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The Girl with the Dragon Tattoo

Dir: Niels Arden Oplev

Rating: 3.0/5.0

Music Box Films

152 Minutes

While it is best to enter The Girl with the Dragon Tattoo knowing little about the plot, that may be impossible given the near-ubiquity of the source material. The popular book was written by Stieg Larsson, a Swedish journalist who died in 2004 from a heart attack at age 50, and has become a massive hit since being discovered and published posthumously to the point where Larsson was the second bestselling author in the world in 2008. Yet, for all the fanfare the book received, the Swedish film version has quietly been released by Music Box Films to the point where my friends who are big fans of the novel had no idea a film version was even in the works. Maybe it’s got something to do with Americans and subtitles.

In brief: Dragon Tattoo opens as journalist Mikael Blomkvist (Michael Nyqvist) is indicted for libel and about to head to jail for a brief spell. But before he goes, corporate giant Henrik Vanger (Sven-Bertil Taube) invites Blomkvist to his island with a lucrative job offer- help solve a mystery that has plagued the rich man for 40 years.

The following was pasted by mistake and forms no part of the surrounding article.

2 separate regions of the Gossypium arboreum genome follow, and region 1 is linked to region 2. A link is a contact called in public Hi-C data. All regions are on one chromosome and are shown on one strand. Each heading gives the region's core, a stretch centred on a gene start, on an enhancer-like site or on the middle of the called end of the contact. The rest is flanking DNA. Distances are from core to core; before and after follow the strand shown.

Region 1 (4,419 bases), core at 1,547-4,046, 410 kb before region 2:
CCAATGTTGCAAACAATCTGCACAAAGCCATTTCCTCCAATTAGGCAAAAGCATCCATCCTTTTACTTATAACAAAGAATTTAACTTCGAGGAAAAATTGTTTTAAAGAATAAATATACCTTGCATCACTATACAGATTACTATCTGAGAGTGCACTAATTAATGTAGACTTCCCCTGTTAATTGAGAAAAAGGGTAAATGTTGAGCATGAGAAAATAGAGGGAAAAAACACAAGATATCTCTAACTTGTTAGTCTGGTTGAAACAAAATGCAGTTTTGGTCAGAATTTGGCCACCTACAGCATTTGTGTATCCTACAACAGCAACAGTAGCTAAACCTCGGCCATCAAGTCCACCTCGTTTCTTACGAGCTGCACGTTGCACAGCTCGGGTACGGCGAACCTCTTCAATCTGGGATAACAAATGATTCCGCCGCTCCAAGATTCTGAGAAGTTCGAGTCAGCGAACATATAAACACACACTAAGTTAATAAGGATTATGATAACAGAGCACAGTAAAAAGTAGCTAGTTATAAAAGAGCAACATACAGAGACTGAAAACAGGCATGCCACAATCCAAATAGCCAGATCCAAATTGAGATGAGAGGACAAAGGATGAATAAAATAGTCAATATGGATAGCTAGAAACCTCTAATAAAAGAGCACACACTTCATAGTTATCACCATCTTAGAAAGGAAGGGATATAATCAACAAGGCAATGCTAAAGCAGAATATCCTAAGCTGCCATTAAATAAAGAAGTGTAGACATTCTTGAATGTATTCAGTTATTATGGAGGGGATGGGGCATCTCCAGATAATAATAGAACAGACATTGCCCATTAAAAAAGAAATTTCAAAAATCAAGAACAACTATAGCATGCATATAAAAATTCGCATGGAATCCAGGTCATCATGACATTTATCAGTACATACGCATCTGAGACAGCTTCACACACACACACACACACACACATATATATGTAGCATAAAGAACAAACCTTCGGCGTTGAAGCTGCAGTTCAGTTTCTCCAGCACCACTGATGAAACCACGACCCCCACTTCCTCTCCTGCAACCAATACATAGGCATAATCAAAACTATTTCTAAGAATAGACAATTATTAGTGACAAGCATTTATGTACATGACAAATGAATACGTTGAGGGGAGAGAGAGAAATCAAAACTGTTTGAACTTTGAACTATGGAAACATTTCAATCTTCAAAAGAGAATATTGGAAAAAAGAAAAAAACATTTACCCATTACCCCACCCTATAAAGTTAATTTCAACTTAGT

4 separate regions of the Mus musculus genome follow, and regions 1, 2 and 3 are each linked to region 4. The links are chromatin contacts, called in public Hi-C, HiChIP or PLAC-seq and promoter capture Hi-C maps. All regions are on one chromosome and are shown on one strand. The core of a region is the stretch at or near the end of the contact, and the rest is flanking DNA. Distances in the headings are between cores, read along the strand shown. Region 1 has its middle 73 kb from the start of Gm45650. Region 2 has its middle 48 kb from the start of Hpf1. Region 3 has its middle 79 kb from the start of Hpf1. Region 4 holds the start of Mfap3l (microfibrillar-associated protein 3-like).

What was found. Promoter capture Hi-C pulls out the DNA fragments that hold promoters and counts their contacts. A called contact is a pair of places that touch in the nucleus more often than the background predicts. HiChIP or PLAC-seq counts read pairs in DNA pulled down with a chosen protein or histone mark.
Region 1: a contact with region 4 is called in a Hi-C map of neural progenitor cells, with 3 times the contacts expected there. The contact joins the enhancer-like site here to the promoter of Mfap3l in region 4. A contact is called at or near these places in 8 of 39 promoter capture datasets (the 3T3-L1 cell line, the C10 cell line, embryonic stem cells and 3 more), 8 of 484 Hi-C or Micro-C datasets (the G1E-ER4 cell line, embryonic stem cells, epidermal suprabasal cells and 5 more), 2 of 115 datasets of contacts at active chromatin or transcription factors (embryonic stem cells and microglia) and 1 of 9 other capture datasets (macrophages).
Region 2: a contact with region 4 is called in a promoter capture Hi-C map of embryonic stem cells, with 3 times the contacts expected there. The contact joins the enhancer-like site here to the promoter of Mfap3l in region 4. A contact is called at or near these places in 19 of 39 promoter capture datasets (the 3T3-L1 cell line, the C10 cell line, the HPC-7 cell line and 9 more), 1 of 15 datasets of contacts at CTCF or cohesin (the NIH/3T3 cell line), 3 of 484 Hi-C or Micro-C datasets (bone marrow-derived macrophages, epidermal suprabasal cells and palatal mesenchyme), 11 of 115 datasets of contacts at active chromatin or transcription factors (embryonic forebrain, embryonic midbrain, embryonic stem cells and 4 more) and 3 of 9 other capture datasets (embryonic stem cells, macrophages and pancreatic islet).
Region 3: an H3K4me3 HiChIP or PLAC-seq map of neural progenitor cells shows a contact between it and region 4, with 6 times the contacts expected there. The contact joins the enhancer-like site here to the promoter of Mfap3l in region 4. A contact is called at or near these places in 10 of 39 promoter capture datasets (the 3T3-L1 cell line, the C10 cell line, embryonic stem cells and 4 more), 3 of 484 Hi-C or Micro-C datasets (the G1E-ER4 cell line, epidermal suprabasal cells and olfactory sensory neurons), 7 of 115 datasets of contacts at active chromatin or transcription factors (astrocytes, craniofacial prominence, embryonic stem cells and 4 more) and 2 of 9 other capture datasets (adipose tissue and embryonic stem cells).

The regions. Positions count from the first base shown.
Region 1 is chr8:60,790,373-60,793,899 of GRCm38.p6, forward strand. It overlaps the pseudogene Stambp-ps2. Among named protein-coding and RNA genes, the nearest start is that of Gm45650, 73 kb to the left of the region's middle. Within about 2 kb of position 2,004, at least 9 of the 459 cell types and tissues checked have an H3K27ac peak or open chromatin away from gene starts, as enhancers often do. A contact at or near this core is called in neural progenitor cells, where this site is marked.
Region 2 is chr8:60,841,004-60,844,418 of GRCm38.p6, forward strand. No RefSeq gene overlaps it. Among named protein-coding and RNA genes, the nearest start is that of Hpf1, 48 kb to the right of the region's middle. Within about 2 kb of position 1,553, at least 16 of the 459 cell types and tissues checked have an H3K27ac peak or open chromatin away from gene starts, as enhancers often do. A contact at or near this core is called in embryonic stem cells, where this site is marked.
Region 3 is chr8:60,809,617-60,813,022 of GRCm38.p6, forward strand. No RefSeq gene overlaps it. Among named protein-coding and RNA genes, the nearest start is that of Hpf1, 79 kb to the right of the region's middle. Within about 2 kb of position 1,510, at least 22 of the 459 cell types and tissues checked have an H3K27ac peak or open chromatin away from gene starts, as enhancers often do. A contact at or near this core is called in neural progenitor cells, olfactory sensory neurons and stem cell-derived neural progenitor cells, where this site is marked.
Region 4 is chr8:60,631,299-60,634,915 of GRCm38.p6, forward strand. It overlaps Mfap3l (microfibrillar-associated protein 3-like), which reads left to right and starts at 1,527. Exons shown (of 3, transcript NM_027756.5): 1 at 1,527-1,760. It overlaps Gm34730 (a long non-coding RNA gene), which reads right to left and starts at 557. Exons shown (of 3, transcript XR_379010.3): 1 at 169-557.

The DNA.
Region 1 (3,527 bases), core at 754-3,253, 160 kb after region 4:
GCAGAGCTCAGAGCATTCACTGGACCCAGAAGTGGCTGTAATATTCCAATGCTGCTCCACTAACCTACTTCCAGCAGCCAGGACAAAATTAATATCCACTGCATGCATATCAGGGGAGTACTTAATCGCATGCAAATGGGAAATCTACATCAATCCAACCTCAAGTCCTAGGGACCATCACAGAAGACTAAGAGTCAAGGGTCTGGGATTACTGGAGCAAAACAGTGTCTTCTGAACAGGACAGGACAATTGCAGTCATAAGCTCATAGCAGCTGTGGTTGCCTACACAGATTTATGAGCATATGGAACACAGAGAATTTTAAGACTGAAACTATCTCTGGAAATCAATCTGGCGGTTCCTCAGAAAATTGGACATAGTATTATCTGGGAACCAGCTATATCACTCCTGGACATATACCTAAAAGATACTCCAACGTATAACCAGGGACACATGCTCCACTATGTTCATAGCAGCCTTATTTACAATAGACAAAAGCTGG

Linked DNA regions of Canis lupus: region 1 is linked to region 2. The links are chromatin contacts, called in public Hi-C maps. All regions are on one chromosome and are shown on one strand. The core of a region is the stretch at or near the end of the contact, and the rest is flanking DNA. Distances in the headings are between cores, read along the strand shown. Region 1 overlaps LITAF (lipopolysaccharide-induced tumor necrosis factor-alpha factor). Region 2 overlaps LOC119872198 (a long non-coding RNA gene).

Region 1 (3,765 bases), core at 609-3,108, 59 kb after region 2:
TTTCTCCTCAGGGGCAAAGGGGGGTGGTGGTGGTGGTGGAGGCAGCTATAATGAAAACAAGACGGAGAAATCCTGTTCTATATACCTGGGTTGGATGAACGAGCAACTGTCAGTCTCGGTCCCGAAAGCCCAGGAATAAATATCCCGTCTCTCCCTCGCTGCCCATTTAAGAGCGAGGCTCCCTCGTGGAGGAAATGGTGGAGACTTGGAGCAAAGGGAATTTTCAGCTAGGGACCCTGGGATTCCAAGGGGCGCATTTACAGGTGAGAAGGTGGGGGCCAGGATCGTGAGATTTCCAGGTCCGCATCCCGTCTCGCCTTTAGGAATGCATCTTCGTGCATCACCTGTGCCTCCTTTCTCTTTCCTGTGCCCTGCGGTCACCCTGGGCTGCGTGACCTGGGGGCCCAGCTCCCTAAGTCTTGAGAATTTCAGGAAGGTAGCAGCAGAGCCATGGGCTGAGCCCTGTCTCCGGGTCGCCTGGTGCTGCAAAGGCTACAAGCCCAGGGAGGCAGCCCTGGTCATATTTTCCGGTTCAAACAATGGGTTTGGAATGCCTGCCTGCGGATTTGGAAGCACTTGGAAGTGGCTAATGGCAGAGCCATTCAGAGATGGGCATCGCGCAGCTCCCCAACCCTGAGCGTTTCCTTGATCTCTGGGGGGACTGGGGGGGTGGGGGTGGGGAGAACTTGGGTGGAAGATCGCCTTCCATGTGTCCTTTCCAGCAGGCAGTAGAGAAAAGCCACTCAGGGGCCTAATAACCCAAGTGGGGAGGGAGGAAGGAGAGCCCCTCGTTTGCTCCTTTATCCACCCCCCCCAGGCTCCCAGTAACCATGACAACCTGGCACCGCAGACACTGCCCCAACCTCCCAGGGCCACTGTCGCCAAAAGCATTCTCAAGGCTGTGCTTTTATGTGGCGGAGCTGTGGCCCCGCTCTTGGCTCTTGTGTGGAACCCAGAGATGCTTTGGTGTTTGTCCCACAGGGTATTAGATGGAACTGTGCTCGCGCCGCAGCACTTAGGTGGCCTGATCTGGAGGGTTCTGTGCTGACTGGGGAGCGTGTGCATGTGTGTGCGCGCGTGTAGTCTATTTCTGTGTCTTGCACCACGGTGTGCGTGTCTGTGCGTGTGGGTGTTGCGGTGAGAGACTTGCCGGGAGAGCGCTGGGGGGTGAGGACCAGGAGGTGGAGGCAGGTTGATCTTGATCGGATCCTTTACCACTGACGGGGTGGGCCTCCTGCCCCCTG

Divulging anymore will ruin the fun of this pulpy mystery, a twisty film that feels promising at first but then devolves into a sensational, lurid tale that rivals Silence of the Lambs for squirm-factor. While Dragon Tattoo does not lose any of its momentum over its extended run time, there are some very brutal, exploitative scenes that feel like they add nothing to film except to slake our desire for vengeance and torture porn. Of course, one can argue director Niels Arden Oplev is being true to the source material, yet are we supposed to cheer when the heroine rapes a bad guy up the ass with a dildo? Only in a film can we actually feel vindicated watching someone do that to someone else, no matter how much they “deserve” it.

The mystery at the heart of Dragon Tattoo is compelling enough, but Oplev executes it in a workmanlike cadence that pulls from Filmmaking 101, employing flashbacks, superimposing ghostly photos and a glossing over of characters that must have had a larger role in the book. Yet, it is impossible to write off The Girl with the Dragon Tattoo. Nyqvist makes a sympathetic protagonist and the female-empowering theme is refreshing. Hell, the original title of the book is Men Who Hate Women.

While an American remake is inevitable, the people in Hollywood will be hard-pressed to come up with something more garish than the Swedes. Though it lacks nuance, The Girl with the Dragon Tattoo is both a exhilarating and disturbing way to spend an evening.

by David Harris

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